Criminal incidents related to cryptocurrency are persistently increasing on the global level. Recent research regarding cryptocurrency reveals that in this year the losses owing to crypto hacks were significantly high at $1billion.
In the initial nine months of this year, hackers succeeded to steal $927 million through cryptocurrency exchanges and other platforms, CipherTrace reported.
In the document named “Cryptocurrency Anti-Money Laundering 2018 Q3,” it is given that the thefts have been 3.5 times higher than the results seen in 2017, which came to $266 million. CipherTrace believes that the total figure will exceed $1 billion by the end of 2018.
Talking about theft, in this year the most remarkable theft was the hack of Japanese exchange Coincheck, in which $530 million-worth of cryptos were lost.
Apart from that some of the significant thefts were, Italy’s BitGrail ($195 million), Japan’s Zaif (around $60 million) and South Korea’s Coinrail (over $40 million) and Bithumb (over $30 million).
Additionally, a token creation platform Bancor witnessed the loss of $23.5 million and Geth, an ethereum client lost over $20 million due to crypto hacks.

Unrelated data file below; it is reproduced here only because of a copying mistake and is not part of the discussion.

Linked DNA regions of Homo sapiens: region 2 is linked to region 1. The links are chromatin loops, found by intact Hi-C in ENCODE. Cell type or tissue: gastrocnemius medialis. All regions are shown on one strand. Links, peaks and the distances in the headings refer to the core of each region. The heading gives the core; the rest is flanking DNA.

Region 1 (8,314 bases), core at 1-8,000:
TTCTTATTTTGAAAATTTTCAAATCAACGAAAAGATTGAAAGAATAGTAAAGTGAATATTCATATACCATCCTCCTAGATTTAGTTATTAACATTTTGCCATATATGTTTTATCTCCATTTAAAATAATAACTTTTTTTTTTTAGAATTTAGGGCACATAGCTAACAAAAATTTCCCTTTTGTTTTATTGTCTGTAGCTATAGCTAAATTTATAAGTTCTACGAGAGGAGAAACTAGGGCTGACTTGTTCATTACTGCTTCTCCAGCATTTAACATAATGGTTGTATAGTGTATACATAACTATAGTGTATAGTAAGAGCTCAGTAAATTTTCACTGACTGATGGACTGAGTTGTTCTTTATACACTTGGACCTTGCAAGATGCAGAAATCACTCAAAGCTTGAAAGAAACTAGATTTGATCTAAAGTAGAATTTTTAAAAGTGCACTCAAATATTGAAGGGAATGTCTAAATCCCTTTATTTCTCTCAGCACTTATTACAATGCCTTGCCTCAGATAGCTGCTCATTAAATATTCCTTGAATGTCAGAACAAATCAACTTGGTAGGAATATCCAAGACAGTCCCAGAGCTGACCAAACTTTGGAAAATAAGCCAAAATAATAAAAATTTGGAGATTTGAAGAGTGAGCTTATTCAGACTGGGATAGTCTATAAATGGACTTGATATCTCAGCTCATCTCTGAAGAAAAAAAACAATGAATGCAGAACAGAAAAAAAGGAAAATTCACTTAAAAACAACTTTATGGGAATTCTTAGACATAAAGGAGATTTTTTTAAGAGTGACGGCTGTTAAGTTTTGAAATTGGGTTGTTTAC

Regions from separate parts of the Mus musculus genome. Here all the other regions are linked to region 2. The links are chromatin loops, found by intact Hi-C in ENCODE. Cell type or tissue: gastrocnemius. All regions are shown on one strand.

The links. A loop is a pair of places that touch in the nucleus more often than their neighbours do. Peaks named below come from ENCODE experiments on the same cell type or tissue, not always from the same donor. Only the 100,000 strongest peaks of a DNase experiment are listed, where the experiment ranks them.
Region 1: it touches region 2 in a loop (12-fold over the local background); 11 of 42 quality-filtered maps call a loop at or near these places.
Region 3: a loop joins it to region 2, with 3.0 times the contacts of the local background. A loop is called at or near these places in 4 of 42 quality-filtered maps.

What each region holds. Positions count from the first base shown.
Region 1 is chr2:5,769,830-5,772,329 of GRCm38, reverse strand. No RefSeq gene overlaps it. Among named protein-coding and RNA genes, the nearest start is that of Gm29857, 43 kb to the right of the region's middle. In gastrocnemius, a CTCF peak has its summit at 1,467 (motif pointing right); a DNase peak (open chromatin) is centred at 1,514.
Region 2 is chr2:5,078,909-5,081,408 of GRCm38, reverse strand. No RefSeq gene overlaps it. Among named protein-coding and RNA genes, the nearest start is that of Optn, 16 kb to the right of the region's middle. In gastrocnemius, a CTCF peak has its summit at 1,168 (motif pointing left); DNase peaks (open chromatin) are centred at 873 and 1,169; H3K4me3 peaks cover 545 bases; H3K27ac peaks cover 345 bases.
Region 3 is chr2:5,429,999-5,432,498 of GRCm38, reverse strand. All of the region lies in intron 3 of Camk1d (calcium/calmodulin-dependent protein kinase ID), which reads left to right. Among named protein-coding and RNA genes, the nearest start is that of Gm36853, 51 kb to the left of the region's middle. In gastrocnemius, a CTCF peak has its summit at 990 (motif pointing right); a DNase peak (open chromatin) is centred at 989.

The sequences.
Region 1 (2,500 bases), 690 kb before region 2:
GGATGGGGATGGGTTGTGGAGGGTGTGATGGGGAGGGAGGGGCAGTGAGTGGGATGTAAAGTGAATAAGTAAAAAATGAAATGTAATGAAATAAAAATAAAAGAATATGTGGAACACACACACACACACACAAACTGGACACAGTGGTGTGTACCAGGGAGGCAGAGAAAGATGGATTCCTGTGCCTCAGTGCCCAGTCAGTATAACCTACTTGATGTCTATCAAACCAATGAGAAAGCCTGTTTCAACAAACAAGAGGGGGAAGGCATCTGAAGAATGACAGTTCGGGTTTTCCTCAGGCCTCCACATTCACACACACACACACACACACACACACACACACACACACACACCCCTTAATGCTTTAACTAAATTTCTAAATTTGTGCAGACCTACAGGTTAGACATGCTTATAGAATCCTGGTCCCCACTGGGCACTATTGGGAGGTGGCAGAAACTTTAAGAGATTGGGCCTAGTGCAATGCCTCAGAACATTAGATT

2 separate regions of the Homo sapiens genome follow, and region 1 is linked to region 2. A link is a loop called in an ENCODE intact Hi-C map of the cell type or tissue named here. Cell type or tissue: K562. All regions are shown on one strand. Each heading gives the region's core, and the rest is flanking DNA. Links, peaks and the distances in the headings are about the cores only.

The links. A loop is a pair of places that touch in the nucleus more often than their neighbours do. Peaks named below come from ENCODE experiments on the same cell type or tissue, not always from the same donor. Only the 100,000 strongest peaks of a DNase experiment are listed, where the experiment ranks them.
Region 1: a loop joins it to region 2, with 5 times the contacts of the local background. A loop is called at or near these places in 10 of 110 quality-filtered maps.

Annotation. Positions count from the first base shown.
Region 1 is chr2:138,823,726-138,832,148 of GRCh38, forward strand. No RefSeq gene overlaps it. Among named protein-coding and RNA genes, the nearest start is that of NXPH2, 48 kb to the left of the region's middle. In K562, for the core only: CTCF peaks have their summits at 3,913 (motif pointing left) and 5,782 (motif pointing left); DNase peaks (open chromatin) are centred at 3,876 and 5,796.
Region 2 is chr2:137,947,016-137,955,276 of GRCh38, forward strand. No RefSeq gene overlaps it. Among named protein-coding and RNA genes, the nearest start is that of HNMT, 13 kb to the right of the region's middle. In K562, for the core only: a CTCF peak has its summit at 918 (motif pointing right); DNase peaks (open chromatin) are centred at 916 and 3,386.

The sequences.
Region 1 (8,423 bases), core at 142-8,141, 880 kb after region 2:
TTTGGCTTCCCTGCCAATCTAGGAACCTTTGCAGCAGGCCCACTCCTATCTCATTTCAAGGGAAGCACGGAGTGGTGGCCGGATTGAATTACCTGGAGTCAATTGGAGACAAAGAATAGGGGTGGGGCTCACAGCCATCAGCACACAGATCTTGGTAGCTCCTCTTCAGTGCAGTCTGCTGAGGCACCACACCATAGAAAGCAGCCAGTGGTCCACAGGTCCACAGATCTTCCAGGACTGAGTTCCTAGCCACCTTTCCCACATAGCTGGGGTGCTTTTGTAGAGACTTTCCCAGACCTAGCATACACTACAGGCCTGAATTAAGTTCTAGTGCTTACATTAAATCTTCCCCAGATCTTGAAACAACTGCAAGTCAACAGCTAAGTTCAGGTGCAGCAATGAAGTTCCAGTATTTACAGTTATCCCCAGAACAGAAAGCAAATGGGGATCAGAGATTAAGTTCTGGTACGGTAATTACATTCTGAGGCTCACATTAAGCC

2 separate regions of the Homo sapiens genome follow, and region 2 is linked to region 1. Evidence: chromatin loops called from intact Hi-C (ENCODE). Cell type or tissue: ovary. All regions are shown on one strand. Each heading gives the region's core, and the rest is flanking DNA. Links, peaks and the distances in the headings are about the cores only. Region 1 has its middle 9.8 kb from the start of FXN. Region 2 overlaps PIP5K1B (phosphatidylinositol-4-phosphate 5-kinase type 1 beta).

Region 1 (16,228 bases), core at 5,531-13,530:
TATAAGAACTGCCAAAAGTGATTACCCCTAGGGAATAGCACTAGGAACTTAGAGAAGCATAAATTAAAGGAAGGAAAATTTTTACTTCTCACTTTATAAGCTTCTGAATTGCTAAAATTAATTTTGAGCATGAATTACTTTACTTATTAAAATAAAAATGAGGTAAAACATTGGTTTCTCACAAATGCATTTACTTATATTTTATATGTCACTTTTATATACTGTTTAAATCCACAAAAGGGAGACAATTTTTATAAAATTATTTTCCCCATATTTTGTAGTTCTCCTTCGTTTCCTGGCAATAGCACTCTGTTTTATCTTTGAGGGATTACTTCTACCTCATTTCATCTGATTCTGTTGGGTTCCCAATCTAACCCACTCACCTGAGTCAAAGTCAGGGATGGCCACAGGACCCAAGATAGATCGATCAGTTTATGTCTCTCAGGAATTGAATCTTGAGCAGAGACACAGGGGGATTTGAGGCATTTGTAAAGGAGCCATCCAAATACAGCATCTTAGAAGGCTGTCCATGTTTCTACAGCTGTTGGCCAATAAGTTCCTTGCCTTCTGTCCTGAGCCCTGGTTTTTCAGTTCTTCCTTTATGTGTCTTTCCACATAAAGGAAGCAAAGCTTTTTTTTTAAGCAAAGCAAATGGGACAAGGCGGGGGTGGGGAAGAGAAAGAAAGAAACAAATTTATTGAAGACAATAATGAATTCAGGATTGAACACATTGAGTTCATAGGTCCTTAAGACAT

Evidently, the biggest attacks made news, but there has been an increasing number of “smaller” thefts starting from $20 million to $60 million, totaling $166 million since the second quarter report.
On that note, the report claims, “This data indicates a pattern of smaller robberies on a regular basis and sophisticated professional cyber thieves who carry out hacks at both the exchange and platform levels by capitalizing on
exposed vulnerabilities, as well as by socially engineering employees who work at these companies.”
Few more hacks, like the CoinHoarder phishing thefts, evaluated at $50 million, was not mentioned in the report. On that, CipherTrace stated, “adding that it will include them in the 2018 annual report if the figures can be confirmed.” The firm also added that it is aware of an over $60 million hack, which has not been reported publicly.
CipherTrace added that 97 percent of the direct bitcoin payments from hackers went to exchanges in countries having non-effective anti-money laundering (AML) laws. Reportedly, the exchanges have laundered a major amount of bitcoin, totaling 380,000 BTC or $2.5 billion at current prices.
On that note, Dave Jevans the CEO of CipherTrace revealed, “Different geographies are competing on regulations and trying to become ‘trusted’ digital currency hubs in order to grow their economies. We will see the opportunities to launder cryptocurrencies greatly reduced in the coming 18 months as cryptocurrency AML regulations are rolled out globally.”
Amid that, Tech Bureau, the firm which backs Zaif, declared a new plan to compensate users after a major hack last month. It will be taken over by another crypto exchange.
Apparently, there are governments having stern measures and regulations for the cryptocurrency, while some are expected to do so by the end of the year.